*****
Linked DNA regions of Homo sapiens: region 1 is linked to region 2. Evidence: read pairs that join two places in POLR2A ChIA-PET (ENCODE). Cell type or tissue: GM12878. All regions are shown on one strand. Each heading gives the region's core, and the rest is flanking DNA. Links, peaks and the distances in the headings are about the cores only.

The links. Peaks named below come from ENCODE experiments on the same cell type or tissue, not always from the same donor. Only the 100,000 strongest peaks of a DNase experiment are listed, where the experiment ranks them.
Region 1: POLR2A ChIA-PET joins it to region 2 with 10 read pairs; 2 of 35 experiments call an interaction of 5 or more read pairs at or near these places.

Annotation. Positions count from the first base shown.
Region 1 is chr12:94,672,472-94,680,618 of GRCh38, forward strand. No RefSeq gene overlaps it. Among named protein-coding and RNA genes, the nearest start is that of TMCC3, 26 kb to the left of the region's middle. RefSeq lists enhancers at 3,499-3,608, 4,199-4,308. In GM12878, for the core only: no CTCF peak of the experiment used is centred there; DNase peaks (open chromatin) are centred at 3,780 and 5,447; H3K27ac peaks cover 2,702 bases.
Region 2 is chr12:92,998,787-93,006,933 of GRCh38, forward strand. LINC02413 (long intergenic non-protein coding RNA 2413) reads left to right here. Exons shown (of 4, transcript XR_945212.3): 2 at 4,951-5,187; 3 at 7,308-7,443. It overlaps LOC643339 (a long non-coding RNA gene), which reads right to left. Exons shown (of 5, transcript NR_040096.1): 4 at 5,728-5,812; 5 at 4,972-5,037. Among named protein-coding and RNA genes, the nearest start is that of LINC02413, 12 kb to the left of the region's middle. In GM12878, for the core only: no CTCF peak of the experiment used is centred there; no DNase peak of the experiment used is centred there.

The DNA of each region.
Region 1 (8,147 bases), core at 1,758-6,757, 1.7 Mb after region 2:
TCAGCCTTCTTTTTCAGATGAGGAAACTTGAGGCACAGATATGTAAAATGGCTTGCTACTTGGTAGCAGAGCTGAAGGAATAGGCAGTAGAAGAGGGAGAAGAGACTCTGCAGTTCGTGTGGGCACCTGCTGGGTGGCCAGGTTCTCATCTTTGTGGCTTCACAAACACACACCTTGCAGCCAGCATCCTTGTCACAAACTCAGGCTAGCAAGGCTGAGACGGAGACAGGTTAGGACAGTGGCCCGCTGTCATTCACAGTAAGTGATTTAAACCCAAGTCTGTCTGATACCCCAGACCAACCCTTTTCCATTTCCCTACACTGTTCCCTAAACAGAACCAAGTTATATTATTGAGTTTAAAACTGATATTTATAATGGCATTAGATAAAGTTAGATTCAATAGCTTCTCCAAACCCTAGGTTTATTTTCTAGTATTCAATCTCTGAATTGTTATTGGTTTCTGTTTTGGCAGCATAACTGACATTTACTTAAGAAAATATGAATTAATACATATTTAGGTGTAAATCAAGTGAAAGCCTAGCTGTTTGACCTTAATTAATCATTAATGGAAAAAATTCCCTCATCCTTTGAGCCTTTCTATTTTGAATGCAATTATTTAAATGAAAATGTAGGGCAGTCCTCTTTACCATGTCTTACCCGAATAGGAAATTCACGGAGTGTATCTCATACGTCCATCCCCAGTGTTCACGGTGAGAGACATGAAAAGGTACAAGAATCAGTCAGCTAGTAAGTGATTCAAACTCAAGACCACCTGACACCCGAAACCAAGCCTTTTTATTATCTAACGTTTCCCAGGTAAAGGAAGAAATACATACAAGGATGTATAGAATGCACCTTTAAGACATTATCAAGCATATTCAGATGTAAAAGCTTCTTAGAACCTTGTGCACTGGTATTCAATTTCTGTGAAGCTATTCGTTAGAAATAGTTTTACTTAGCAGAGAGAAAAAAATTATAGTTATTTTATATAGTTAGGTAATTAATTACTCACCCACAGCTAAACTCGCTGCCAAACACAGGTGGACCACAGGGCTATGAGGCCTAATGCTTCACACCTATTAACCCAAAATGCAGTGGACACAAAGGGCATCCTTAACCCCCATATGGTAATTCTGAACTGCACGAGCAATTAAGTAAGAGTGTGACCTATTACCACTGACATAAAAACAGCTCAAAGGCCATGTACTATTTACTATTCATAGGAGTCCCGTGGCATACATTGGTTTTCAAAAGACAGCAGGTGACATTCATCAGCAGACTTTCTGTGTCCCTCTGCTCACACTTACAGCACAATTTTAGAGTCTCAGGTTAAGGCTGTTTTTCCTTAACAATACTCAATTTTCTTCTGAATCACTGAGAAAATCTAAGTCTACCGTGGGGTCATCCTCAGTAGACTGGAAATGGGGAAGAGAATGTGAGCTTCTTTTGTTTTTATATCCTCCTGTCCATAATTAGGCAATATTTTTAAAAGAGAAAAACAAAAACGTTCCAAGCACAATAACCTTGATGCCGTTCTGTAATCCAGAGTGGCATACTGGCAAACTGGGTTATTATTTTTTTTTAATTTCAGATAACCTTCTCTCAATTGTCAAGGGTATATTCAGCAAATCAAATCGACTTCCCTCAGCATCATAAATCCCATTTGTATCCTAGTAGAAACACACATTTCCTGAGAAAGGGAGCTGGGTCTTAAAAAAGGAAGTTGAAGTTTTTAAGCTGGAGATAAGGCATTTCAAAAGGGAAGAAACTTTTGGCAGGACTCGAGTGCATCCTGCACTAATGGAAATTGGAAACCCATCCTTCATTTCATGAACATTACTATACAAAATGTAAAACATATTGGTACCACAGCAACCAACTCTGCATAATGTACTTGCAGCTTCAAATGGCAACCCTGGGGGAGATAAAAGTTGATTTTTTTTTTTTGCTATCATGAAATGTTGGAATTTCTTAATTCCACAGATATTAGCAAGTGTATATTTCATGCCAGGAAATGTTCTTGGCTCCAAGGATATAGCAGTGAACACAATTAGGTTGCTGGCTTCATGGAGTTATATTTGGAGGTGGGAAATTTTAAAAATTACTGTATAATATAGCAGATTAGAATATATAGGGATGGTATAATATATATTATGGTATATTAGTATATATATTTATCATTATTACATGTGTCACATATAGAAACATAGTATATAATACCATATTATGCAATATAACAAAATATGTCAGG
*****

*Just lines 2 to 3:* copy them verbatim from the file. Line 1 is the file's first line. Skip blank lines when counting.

The links. Peaks named below come from ENCODE experiments on the same cell type or tissue, not always from the same donor. Only the 100,000 strongest peaks of a DNase experiment are listed, where the experiment ranks them.
Region 1: POLR2A ChIA-PET joins it to region 2 with 10 read pairs; 2 of 35 experiments call an interaction of 5 or more read pairs at or near these places.